Jasika by the Mountain

by Brian Michael Barbeito

There was the small wooden structure near the base of the mountain. It had weathered many storms and its walls talked about the scars of this. In the hills to the west various cries came out from feral animals that seemed to go linger that autumn. But it had been a number of seasons that Jasika had lived there. She was a rugged woman, and after a broken path in middle age had found its way to her, she took a real dirt path one destined morning, and kept going. She took refuge in an abandoned hunters' dwelling, a place that was to become her first home in the mountains. After a few difficult winters it had become too damaged for her to stay. There had been general wear, and more specifically, a tree knocked off half of the roof during a December storm. In this second and much smaller dwelling she had resided since, growing accustomed to the sights and sounds of the wild, only setting off on the long journey infrequently to get the supplies needed. For the most part she was self-sufficient, and had become better in time at hunting, fishing, and surviving amidst her environs.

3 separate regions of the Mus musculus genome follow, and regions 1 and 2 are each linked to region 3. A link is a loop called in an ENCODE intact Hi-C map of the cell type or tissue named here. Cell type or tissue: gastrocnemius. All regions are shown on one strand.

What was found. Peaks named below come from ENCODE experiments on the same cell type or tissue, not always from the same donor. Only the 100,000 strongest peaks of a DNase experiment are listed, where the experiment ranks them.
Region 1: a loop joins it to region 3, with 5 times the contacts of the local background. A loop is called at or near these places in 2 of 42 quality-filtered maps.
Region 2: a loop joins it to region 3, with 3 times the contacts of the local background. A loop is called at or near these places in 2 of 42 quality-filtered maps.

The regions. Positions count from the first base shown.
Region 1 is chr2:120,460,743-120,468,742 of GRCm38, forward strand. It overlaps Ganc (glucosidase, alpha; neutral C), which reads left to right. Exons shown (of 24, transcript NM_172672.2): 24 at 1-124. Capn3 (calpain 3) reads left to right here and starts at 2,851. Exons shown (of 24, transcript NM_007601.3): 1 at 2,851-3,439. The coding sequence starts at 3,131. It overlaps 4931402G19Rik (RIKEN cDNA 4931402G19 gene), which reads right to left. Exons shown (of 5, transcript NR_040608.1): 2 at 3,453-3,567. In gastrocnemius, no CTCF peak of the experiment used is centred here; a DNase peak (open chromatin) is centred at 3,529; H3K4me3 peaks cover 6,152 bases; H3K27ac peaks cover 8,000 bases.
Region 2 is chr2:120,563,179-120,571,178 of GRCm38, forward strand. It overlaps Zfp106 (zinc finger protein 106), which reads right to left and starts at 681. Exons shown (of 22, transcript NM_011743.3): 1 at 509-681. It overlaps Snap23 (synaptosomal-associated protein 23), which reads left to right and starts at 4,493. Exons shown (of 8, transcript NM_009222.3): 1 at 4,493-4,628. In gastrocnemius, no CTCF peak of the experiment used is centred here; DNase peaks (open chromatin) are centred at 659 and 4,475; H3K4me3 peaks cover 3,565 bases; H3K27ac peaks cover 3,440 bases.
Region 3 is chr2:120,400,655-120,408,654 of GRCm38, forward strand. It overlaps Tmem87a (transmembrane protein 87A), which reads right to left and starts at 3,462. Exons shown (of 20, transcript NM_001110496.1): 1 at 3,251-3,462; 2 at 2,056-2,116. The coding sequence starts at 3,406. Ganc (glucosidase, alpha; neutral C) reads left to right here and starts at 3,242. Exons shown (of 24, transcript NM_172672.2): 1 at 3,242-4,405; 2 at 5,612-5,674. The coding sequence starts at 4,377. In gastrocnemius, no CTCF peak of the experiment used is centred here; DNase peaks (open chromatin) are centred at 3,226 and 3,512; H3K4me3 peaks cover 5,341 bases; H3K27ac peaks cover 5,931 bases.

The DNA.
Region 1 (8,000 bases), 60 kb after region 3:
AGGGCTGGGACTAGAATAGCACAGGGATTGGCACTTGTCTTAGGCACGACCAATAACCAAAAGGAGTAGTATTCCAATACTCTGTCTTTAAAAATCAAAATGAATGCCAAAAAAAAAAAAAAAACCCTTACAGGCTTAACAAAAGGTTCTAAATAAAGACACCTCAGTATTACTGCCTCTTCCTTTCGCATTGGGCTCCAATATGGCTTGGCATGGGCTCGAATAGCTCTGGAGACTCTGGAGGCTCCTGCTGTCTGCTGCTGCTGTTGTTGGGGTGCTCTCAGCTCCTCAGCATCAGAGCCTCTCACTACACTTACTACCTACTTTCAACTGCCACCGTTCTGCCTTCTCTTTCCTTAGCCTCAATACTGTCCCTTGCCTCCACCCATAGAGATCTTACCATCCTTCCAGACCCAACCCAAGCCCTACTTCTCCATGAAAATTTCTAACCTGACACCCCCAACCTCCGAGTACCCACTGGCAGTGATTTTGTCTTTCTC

From the nearest town, many miles away, she stole books from the small library, hiding them away in a nondescript rucksack. Instead of any guilt at this, Jasika had felt a thrill, and then a sense of contentment. In her digs she read, and in time re-read the books that she had taken. She became, in her isolation, very good at remembering her dreams, and though at times her dreams were frightening, they were for the most part benign flights into interesting worlds. In her slumber she went to even more distant places than where she had chosen to live, and there were often warm rivers of salt water, while the skies in those lands seemed to be made from colors that she had not seen before, but were most similar to orange. Many years passed, and her sparse existence continued with a sort of uneventful bliss. One late afternoon, fatigued from a long journey in the mountain, she sat down and that is when it happened.  A bird came near to, or right over the roof, and began singing. The suddenness of the bird song against the previous quietude brought Jasika to enlightenment.